Painting his town queer: Johnnie Walker's multifaceted art shares new perspectives

Walker's enthralling presence may be what you'll notice first, but what you should be focusing on is his incredibly impressive portfolio — and his goals for representation.

'A lot of my work that I do as an artist is queer in a very obvious way'

(CBC Arts)

Johnnie Walker's enthralling presence may be what you'll notice first, but what you should be focusing on is his incredibly impressive portfolio.

A writer, director and performer, Johnnie is also a DJ and an all-around professional weirdo. He has written, directed, produced and starred in over 20 plays which have received rave reviews across the country from Now Magazine, CBC, The Edmonton Journal and The Calgary Herald. Most notably, his solo show Redheaded Stepchild has toured North America and was published last September by Playwrights Canada Press. It also won him the SummerWorks Emerging Artist Award in 2010.

"I think a lot of my work that I do as an artist is queer in a very obvious way," he says — like the all-male burlesque troupe he co-founded, BoylesqueTO. Since its formation in 2008, the troupe has performed all over the world and is still going strong. Its latest show Mo' Manada is currently on tour and will be part of the upcoming Edmonton Fringe Festival. When he's not busy writing the BoylesqueTO scripts, he hosts their shows — most recently playing Justin Trudeau for the troupe's Canada 150 show in Ottawa.

I want to find ways to break traditional conventions and queer the way that the story itself is told.- Johnnie Walker, performer

Working to tell stories from a new perspective is very important to Johnnie, as evidenced through plays like Scheherazade — an erotic satire inspired by the classical story 1001 Nights — and The Other Three Sisters — a twist on Chekhov's The Three Sisters. His latest play, Shove it Down My Throat, explores the true story of Luke O'Donovan, who's currently serving a ten year sentence for assault with a deadly weapon in Atlanta. The local media saw him as a maniac who went on a stabbing spree, but Luke claims he is the victim of a violent queer bashing who dared to fight back. With a hilarious ensemble cast, Johnnie examines Donovan's story in a non-linear, experimental format and tries to get to the truth. And in true Johnnie fashion, the presentation is just as bizarre as the story.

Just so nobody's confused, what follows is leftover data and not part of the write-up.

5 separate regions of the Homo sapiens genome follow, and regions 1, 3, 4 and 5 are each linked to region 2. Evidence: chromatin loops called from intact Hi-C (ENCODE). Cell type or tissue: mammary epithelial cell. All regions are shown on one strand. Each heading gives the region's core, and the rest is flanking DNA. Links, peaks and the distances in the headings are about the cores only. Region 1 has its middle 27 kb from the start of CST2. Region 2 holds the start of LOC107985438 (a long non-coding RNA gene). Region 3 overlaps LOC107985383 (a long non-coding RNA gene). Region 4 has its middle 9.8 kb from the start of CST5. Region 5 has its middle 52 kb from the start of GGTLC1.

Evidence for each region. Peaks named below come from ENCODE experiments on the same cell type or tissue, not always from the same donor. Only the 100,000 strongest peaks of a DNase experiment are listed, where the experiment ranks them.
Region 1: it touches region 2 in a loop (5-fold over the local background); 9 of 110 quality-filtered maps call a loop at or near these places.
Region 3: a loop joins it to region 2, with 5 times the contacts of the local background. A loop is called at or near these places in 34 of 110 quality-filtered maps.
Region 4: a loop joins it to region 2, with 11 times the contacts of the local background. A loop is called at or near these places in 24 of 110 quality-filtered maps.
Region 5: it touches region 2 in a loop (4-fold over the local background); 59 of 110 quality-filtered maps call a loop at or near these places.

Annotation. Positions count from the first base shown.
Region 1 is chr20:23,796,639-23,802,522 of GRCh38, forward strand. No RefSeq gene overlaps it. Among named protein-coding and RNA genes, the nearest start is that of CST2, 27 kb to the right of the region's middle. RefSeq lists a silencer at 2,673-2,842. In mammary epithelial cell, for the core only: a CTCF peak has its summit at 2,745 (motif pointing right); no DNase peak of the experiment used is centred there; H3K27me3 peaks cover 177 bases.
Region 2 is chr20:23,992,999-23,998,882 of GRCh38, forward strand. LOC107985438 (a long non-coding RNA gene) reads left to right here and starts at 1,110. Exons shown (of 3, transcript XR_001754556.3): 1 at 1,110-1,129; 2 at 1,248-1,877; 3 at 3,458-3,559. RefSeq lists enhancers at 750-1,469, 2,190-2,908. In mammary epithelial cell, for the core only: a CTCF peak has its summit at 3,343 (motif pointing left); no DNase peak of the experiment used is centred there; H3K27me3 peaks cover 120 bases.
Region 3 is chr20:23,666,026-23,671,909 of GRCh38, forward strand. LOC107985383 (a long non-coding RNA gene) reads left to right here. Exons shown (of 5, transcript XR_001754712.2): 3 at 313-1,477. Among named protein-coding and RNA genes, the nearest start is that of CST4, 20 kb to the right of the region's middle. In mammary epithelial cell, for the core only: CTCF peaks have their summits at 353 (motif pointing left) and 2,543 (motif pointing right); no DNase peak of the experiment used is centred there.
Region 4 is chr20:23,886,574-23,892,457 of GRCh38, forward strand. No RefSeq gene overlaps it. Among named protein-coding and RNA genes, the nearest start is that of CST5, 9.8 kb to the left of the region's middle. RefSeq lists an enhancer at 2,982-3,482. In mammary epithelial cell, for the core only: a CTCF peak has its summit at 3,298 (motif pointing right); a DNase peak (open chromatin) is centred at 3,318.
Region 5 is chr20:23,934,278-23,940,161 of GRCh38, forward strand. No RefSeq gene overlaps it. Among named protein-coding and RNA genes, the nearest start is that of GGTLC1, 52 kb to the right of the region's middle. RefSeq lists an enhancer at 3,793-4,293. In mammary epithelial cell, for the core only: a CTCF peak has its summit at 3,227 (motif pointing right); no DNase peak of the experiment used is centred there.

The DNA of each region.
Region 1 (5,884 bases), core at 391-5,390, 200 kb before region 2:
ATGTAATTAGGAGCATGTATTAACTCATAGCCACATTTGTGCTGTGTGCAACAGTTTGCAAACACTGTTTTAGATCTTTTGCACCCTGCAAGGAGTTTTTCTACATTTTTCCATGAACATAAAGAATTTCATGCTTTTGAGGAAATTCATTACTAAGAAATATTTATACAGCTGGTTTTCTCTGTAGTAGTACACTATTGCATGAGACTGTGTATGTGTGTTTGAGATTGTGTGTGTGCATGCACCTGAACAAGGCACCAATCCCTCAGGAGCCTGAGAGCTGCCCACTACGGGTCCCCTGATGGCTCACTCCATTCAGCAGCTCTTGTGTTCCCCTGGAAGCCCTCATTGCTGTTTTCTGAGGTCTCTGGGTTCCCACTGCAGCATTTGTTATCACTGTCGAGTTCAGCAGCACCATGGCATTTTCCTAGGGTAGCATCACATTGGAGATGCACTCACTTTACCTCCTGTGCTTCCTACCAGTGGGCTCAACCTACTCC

In this episode of Queer (Self) Portraits, the audience is treated to a glimpse of Johnnie's personality and spice. "I think there is a big difference between art that has queer content and art that comes from a queer perspective," he says. "[I want] to queer the way the story itself is told."

For more info on Johnnie, visit his website — and keep your eye out not only for his plays but his first short film, Saturn Devours, which is currently on the festival circuit.

Queer (Self) Portraits was born out of director Gabrielle Zilkha's participation in this year's 10X10 Photography Project. 10X10 is an annual art exhibit and book curated by James Fowler and produced each year to mark Pride Month. Each year, ten queer and trans photographers are selected to take portraits of ten queer and trans people whom they wish to celebrate for their contributions to the arts. Watch the full series here!

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